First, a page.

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17 posts

Geek
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Topic # 173597 28-May-2015 20:15

it just seems that often these older style services/stores such as fatso(sky owned), the warehouse, video ezy, and united video, have bigger selection than iTunes(no tv shows, drm, pricey and sometimes missing rentals.), google play(like iTunes, drm, has no tv shows, expensive or missing rentals. ) neon(also sky owned, has less content), netflix, and video ezy on demand (often costs more than a disk, has drm on purchases, no specials, tv shows can't be rented). 
it seems like a different system to the us market, where iTunes is cheaper and has a bigger range, and amazon offers a catalogue almost as big as their disk service. also in many cases the warehouse is offering better deals than iTunes. it just seems very mysterious.

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224 posts

Master Geek
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  Reply # 1313731 28-May-2015 21:11
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It appears that the issue is the big music and movie companies have been stuck in the old ways of doing things.  Consumers want to consume their products in a different way.  Napster, torrents and other downloads have changed  things.

At the end of the day I think consumers want convenience.  iTunes had the market for a while and could of made it work but then they lost it.  All off a sudden the market changed.

A classic example of this is spotify and pandora etc.  Of course any of us could download music for free but I am more than happy to pay for a service that makes it easy for me to listen to music.

I love the idea of a streaming service like netflix, I will be signing up in the next week or so.

DRM turns consumers off, convenience turns consumers on.

Why do people torrent movies?  Because it is free, sure that is true but it is also convenient and easy.  Easier than jumping in the car and going to the dvd store.  

Anyway coming back to the OP.  I think the reason for all these issues is that the big movie companies want DRM to prevent illegal downloads, when really they should be making it easy to legally and conveniently download movies and other content.





224 posts

Master Geek
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  Reply # 1313736 28-May-2015 21:17
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For the record I would be prepared to pay the same cost for a new release movie as the cost of going to the movies. 

As long as I could pause it (toilet and snack breaks etc)

I would totally pay $20 for an epic new release like Avengers 2, Avatar etc.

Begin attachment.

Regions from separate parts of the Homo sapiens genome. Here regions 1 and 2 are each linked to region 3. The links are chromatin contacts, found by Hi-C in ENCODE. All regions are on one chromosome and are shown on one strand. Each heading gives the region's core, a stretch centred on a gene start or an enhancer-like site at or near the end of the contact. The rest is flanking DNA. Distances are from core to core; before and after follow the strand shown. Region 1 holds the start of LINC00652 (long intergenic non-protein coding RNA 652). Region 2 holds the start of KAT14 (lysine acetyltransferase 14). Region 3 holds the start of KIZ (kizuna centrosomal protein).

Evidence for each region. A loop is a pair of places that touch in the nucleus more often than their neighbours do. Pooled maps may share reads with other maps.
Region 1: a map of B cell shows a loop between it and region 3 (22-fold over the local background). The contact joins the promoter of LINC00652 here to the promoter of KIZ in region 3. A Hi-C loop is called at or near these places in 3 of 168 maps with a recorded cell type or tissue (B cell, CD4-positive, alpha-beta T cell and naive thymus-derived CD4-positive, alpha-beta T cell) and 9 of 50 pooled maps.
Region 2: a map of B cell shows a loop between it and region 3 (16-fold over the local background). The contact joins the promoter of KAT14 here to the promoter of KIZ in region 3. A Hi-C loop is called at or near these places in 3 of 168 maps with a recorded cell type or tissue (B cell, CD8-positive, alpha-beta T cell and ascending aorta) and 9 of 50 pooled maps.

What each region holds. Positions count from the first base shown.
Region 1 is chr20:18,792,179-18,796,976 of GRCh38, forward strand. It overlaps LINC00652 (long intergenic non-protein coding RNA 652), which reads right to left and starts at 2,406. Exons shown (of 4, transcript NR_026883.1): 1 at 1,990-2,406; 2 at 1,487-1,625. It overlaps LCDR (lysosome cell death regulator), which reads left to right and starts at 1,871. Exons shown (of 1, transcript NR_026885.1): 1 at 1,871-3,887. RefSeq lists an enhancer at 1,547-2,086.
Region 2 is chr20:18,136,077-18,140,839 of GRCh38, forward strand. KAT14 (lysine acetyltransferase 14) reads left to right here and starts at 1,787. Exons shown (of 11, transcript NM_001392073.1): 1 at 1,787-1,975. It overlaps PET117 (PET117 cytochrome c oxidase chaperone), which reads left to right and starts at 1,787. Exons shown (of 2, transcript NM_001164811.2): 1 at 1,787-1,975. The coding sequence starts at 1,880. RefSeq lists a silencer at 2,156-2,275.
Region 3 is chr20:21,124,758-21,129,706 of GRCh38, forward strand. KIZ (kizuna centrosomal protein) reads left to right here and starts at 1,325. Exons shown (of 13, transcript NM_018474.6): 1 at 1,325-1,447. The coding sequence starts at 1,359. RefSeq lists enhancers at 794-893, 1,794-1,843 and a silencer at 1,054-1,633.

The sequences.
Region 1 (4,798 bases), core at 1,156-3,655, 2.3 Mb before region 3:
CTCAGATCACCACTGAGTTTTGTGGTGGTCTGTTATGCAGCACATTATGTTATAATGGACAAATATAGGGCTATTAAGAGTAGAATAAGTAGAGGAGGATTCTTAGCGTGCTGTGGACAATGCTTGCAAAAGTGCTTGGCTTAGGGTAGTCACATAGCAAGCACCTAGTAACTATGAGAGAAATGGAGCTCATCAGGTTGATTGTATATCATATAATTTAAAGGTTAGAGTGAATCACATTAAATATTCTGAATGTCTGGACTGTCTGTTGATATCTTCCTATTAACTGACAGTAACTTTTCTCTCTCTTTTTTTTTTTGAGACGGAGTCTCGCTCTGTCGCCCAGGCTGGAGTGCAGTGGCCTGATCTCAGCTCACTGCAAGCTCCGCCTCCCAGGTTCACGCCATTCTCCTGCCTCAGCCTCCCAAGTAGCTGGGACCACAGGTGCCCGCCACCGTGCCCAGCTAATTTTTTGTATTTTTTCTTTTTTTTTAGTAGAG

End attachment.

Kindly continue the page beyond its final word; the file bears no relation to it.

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Ultimate Geek
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  Reply # 1313754 28-May-2015 21:30
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cyberhub:
DRM turns consumers off, convenience turns consumers on.




Does it really?  DVD's and Blu-ray's contain DRM, and you can say they have been quite popular.  Netflix has DRM.  I think the inconvenience of some of these digital download systems turn people off.  The fact that you can only view iTunes videos on certain devices, the same for Google Play, those services requite more of a generic player, which is something Netflix provides.

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Master Geek
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  Reply # 1313953 29-May-2015 11:02
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jfanning:
cyberhub:
DRM turns consumers off, convenience turns consumers on.




Does it really?  DVD's and Blu-ray's contain DRM, and you can say they have been quite popular.  Netflix has DRM.  I think the inconvenience of some of these digital download systems turn people off.  The fact that you can only view iTunes videos on certain devices, the same for Google Play, those services requite more of a generic player, which is something Netflix provides.


Is there DRM on Spotify?  I don't know as I am able to use the technology the way I want.  Sometimes on my PC, sometimes on my iPhone.  It is very convenient for me.

On Spotify I don't know if the DRM exists and I can still consume the content when and where I want and that is fine and I am happy to pay for that service.

I generally don't watch much TV but I really like the idea of Netflix, sure if they have DRM that is fine as long as I can consume the content when and where I want.  Which I am anticipating is the case.

On my TV, on my iphone, ipad etc.






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Uber Geek
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  Reply # 1314095 29-May-2015 13:15
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jfanning: